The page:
Man files federal lawsuit against East Mountain, says he was terrorized

Ken Miller watches as his attorney Andrew Korn represents himself, Gari Bellis and Lester Glover during a case pertaining to multiple lawsuits filed against the city of East Mountain, on Monday March 13, 2017, in the court room at the Upshur County Courthouse in Gilmer. (Michael Cavazos/News-Journal Photo)

A Longview man claims in a lawsuit that he has been assaulted, falsely arrested and jailed, maliciously prosecuted, had his property destroyed and stolen, been defamed, terrorized and threatened by elected officials and peace officers for years.

Ken Miller and his attorney, Andy Korn, filed their latest lawsuit this week in federal court in Marshall. The civil rights lawsuit names the city of East Mountain, Upshur County, Gregg County, Betty Davis, Terry Davis and Neal Coulter as defendants.

Miller was one of three men who filed lawsuits against East Mountain in the fall regarding the city not releasing public information and Davis holding dual offices of police chief and city administrator.

Officials with the city of East Mountain, Upshur County and Gregg County said Wednesday that they had not been served with the lawsuit. Betty Davis, Terry Davis and Coulter could not immediately be reached Wednesday.

The lawsuit details how Miller has been treated by city and county officials for the past few years after he first filed a lawsuit against East Mountain in which he sought water access on his property.

According to the lawsuit, in her role as city administrator and police chief, Betty Davis had all hiring and firing authority in East Mountain, was the sole policymaker for the city and produced the city's annual budget.

"East Mountain became a local government of the Betty, by the Betty, for the Betty," the lawsuit states.

When it came to hiring Terry Davis, who was her husband at the time he was hired, Betty Davis deferred her hiring authority to the city's then-secretary Lanora Hathcock, according to the lawsuit. Hathcock is listed as hiring Terry Davis, the lawsuit states. His hire violated a city nepotism policy that later was altered, the lawsuit states.

In 2015, Miller had settled a water lawsuit and filed various open records requests with the city; the state attorney general in July 2015 told the city it could not withhold records sought pertaining to the release of Betty Davis' cellphone records.

On July 31, 2015, when he was going to visit his mother in White Oak, Miller was stopped by Terry Davis who "put a false call on the radio that he was trying to get a vehicle to stop but the driver (Miller) wouldn't," the lawsuit states. Video from Terry Davis' patrol car that night shows that Miller did stop. In the video, Terry Davis tells Miller he was pulled over for speeding.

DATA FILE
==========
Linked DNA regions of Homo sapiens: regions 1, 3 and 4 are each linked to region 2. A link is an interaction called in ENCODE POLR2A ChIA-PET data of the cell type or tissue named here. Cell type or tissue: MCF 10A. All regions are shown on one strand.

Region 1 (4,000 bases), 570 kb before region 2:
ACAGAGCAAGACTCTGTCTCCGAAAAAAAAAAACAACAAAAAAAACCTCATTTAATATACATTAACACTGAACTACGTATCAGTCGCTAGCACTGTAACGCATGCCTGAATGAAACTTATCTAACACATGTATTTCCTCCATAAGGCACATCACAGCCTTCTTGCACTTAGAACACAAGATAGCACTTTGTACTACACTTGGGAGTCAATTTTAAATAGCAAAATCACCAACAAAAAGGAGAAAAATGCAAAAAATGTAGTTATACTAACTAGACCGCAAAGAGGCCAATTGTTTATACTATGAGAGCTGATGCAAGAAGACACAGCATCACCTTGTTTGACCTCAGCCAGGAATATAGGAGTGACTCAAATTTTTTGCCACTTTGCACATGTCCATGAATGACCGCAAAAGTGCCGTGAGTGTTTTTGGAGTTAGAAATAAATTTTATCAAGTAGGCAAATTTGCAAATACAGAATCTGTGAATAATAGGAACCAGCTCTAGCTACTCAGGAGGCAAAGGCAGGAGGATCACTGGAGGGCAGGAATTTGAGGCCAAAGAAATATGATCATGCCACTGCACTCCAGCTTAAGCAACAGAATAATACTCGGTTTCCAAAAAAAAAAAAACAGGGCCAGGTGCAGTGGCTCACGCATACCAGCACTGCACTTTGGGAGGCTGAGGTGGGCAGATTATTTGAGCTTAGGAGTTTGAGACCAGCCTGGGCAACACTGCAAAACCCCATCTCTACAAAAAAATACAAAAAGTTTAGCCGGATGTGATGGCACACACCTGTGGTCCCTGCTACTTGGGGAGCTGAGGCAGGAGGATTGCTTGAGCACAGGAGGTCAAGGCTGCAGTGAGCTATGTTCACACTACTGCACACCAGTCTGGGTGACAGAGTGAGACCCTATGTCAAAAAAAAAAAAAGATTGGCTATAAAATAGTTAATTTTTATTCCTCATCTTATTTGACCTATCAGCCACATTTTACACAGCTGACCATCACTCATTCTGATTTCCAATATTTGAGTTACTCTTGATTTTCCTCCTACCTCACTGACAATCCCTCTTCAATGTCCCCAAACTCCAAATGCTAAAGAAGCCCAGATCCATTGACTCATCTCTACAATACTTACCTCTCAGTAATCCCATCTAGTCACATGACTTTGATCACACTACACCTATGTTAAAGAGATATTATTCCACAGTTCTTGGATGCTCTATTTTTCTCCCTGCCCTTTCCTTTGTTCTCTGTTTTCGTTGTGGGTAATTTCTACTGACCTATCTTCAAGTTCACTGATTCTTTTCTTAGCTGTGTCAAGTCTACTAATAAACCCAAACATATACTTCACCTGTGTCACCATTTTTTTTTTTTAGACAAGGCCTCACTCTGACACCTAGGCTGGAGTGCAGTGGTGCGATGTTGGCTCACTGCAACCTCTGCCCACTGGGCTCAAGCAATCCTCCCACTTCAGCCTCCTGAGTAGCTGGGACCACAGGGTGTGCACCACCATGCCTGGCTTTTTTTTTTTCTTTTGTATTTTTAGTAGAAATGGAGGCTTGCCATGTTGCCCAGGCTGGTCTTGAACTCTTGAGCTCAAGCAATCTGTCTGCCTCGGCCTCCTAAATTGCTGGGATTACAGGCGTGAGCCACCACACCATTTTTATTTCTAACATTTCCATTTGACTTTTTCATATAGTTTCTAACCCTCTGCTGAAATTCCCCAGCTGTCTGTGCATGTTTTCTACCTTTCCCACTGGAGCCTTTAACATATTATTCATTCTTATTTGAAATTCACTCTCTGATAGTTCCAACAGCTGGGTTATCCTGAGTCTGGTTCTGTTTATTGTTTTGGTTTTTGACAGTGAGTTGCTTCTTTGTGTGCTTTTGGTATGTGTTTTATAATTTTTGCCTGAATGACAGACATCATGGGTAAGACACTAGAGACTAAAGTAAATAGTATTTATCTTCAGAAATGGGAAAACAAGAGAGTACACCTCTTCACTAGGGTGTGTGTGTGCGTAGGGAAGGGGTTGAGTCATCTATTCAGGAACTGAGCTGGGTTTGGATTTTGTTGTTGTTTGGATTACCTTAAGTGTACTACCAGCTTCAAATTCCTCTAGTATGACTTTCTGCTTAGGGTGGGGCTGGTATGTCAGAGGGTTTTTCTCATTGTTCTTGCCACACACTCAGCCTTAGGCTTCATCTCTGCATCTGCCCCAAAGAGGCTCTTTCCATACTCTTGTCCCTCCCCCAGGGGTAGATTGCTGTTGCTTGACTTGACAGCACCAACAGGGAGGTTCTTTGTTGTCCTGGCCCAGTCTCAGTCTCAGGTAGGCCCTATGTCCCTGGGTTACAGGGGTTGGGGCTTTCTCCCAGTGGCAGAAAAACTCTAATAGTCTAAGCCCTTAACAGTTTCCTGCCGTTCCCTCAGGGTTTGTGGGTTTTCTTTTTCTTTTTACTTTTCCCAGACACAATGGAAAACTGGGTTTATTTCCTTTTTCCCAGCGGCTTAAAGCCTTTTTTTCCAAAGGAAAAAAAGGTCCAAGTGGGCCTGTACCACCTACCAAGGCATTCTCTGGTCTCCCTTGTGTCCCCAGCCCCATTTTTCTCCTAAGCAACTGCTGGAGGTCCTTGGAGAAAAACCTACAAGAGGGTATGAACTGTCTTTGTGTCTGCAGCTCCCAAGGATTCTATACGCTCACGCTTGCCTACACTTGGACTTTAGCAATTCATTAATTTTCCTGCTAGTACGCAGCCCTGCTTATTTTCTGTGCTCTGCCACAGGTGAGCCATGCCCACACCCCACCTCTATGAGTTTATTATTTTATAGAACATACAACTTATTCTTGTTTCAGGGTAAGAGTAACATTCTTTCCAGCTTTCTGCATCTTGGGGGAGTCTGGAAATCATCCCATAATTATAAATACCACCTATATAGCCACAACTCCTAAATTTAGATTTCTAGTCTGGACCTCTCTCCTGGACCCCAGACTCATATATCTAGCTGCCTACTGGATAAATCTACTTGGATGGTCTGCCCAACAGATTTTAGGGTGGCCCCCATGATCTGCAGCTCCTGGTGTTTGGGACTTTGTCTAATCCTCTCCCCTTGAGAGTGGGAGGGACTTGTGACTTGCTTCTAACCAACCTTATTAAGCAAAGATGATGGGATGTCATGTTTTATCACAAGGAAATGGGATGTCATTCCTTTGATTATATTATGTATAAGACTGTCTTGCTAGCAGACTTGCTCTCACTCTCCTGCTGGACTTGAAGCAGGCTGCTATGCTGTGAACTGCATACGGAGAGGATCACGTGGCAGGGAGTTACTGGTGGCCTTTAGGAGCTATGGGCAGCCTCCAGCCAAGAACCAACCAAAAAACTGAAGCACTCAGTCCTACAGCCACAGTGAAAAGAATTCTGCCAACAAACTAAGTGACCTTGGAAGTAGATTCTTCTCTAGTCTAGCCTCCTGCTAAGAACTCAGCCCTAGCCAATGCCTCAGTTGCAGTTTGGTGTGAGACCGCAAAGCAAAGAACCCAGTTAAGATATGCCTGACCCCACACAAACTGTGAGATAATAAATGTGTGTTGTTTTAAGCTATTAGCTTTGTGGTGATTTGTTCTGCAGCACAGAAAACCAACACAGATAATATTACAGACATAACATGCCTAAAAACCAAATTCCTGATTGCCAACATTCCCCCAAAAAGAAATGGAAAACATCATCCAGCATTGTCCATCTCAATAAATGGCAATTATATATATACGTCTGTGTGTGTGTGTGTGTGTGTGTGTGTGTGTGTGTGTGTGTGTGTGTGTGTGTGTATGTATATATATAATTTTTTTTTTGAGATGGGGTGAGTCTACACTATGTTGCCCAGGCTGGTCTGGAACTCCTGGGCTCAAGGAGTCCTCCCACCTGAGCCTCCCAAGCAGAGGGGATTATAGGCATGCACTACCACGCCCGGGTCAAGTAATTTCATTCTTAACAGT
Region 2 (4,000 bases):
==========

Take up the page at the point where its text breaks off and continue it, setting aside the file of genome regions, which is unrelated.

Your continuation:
Fearing that Terry Davis would harm him, Miller called the White Oak Police Department from his cellphone and requested White Oak send officers to simply to serve as a neutral party to observe the exchange between him and East Mountain police; White Oak agreed, according to the video, to send officers.

Meanwhile, Betty Davis arrived a few minutes after Terry Davis stopped Miller, and Betty Davis ordered a stun gun used on Miller.

White Oak police arrived shortly after.

Miller was told he was being arrested on three felony charges, but the charges were changed until he eventually was booked into jail on charges of unlawfully carrying a weapon, interfering with public duties, fleeing a police officer and violating promise to appear, the lawsuit states. Some of the charges originated in Gregg County and were transferred to the county by Upshur County District Attorney Billy Byrd, the lawsuit states. Eventually, all charges were dismissed.

The lawsuit also claims states Coulter, a former East Mountain mayor, has threatened Miller multiple times and verbally assaulted him.

According to the lawsuit, on May 20, Miller was leaving a Longview store when Coulter used his truck to block the parking lot exit; Miller drove on the grass to get around Coulter, who followed him, eventually blocking a road and saying to Miller, "Things won't always be like you think they gonna be." Miller used his cellphone to record the incident, and video was provided to the News-Journal, affirming what Coulter said.

Miller seeks damages related to his arrest, false imprisonment, assault by Coulter and assault by Davis (who via text messages made death threats, according to the lawsuit). He also seeks damages for his cattle that Coulter shot, for defamation by Betty Davis and Coulter, for malicious prosecution against Terry Davis and Betty Davis, and other claims, the lawsuit states.

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